Today Saturday, has been a gentle day. Exploring first the prospering downtown area (mainly upmarket gift shops and cafes - but a least it's still going unlike most American cities' downtowns), as well as the old 1926 station, an important stop on the Chicago to Los Angeles line (sadly one train a day now, in each direction). But still loads of freight trains (around 125 a day) and all sounding their hooters at every crossing. After a campaign by the city, the amount of hooting has been drastically reduced, we are sad to report.


We then did a loop drive to take in Sunset Crater National Monument, a volcano that erupted last in the 11th century but the lava of which can still be clearly seen as if it was last year. Then on to various ruins of the Wupatki Indians also dating from the 11th century,


We then took a back-road over Schultz pass. A first this was an easy, or fairly easy gravel forest road but then the gravel disappeared, then the dirt disappeared, and then we had a very bumpy ride over a rutted rocky track for the last 7-8 miles. We were very pleased to get back on to a blacktop and a gas station to fill the tank and wash the dust off the car. Phew!


Junctions can sometimes be a little confusing. Right or left?


"Left for Denny's" says Arthur. Night night. Tomorrow, down through Sedona to the Western town of Wickenberg, AZ.

Posted by Johnash 16:37 Archived in USA

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VERY interesting blog today, thanks very much! It feels like we are there too!Hope you gave the Roadkill Cafe a wide berth, and note you remembered Adam, the Rising Star, but forgot the 3 star girl!! You didn't say why the Flagstaff Cops pulled you over - perhaps for using a camera while driving!! Route 66 looks to be in need of new blacktop here and there, but maybe the original surface is Grade 1 Listed! Looking forward to tomorrow's edition - keep 'em coming please!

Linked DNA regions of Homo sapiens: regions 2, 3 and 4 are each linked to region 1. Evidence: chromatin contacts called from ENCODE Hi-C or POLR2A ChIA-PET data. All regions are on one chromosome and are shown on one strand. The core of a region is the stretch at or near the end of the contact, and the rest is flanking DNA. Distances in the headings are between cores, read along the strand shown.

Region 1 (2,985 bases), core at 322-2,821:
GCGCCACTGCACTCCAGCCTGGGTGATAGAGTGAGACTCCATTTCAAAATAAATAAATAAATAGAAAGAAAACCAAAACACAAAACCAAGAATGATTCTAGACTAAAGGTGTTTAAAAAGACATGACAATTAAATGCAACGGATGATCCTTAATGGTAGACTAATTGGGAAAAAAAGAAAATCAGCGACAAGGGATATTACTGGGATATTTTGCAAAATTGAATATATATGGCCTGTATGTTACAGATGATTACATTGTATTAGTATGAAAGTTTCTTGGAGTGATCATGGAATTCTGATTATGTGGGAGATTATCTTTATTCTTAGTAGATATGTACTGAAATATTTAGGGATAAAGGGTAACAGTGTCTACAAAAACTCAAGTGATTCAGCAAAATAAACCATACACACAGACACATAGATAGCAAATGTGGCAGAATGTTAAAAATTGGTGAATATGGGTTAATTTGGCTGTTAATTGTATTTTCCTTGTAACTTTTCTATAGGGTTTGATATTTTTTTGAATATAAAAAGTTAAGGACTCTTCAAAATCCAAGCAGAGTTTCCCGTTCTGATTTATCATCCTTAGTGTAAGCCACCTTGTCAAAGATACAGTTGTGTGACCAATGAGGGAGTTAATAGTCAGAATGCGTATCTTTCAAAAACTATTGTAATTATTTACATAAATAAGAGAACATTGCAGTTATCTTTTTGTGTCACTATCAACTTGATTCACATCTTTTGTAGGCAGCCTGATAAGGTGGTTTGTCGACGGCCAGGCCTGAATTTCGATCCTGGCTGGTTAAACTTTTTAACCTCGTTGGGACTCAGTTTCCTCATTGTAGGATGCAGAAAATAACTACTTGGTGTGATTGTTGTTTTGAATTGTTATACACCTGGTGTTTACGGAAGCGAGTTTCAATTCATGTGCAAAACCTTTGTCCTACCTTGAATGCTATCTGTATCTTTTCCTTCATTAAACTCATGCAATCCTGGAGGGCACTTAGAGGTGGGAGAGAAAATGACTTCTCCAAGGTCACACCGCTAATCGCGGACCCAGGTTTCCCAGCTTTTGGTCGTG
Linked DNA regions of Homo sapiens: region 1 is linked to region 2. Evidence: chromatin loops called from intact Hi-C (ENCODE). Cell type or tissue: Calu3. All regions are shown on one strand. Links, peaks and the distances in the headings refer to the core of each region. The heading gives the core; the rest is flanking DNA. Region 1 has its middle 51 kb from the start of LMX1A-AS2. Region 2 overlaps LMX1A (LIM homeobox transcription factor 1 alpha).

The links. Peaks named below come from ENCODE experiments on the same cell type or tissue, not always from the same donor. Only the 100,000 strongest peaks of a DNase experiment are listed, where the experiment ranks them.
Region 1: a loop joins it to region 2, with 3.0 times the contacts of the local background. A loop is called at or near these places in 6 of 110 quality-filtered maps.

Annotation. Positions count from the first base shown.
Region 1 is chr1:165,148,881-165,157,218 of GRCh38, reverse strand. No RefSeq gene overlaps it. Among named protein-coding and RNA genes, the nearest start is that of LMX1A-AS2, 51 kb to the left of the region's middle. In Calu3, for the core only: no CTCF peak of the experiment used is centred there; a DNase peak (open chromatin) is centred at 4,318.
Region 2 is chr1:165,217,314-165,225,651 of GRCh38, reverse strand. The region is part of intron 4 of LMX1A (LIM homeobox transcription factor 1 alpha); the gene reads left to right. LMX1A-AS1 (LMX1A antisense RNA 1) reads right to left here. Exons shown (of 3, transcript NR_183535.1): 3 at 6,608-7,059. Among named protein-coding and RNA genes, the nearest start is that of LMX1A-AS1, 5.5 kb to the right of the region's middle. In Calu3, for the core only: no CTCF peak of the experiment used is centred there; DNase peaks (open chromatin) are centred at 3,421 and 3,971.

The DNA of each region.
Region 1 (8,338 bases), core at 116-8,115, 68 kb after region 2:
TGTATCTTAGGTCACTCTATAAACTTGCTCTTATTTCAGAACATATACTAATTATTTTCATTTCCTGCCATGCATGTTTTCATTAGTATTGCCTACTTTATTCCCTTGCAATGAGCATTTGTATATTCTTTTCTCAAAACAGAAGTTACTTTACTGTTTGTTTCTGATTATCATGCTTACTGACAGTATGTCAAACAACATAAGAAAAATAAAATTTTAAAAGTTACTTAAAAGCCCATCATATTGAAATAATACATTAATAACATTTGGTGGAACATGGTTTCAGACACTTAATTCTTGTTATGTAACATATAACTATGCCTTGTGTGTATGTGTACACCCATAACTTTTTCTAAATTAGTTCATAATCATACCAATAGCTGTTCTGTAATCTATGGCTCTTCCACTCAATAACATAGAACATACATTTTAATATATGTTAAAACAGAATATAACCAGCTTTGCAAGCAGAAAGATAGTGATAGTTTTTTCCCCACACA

by Lin and Norma

A long dusty interesting ride,and you actually cleaned the car at the end of it,something that does not happen here often,or maybe it will now you have a new car!!!!!No food pics,great others though.Brenxxx

by Bren

How cute are the burros. It all looks very picturesque and natural, so different to all the big commercialized tourist areas.

by Antonia

well now I know Terrys anacestors were from American Indians well he collects lot of reduntant items round his house (no I am not one of them)Enjoying all this reading and photos beats looking at them when you return home I even had a cooked breakfast this morning thinking I would have to look at food photos and not one. Did the police car stop you or did you just like the look of it or the guys

by vivienne

Fascinated by your trip & enjoy living it with you. You have inspired me to take Route 66 myself!

by Mike Cooke

One train a day at least we are not as bad as that.

by Brien

great blog as always those towns look like film sets once again drooling over breakfast menues we just had toast this morning but wonder why americans have cheese with breakfast.the wild burrows look so cute I can just imagine them roaming in your garden at Bag End.Last of all shame about trains not hooting as much such a great sound.

by jan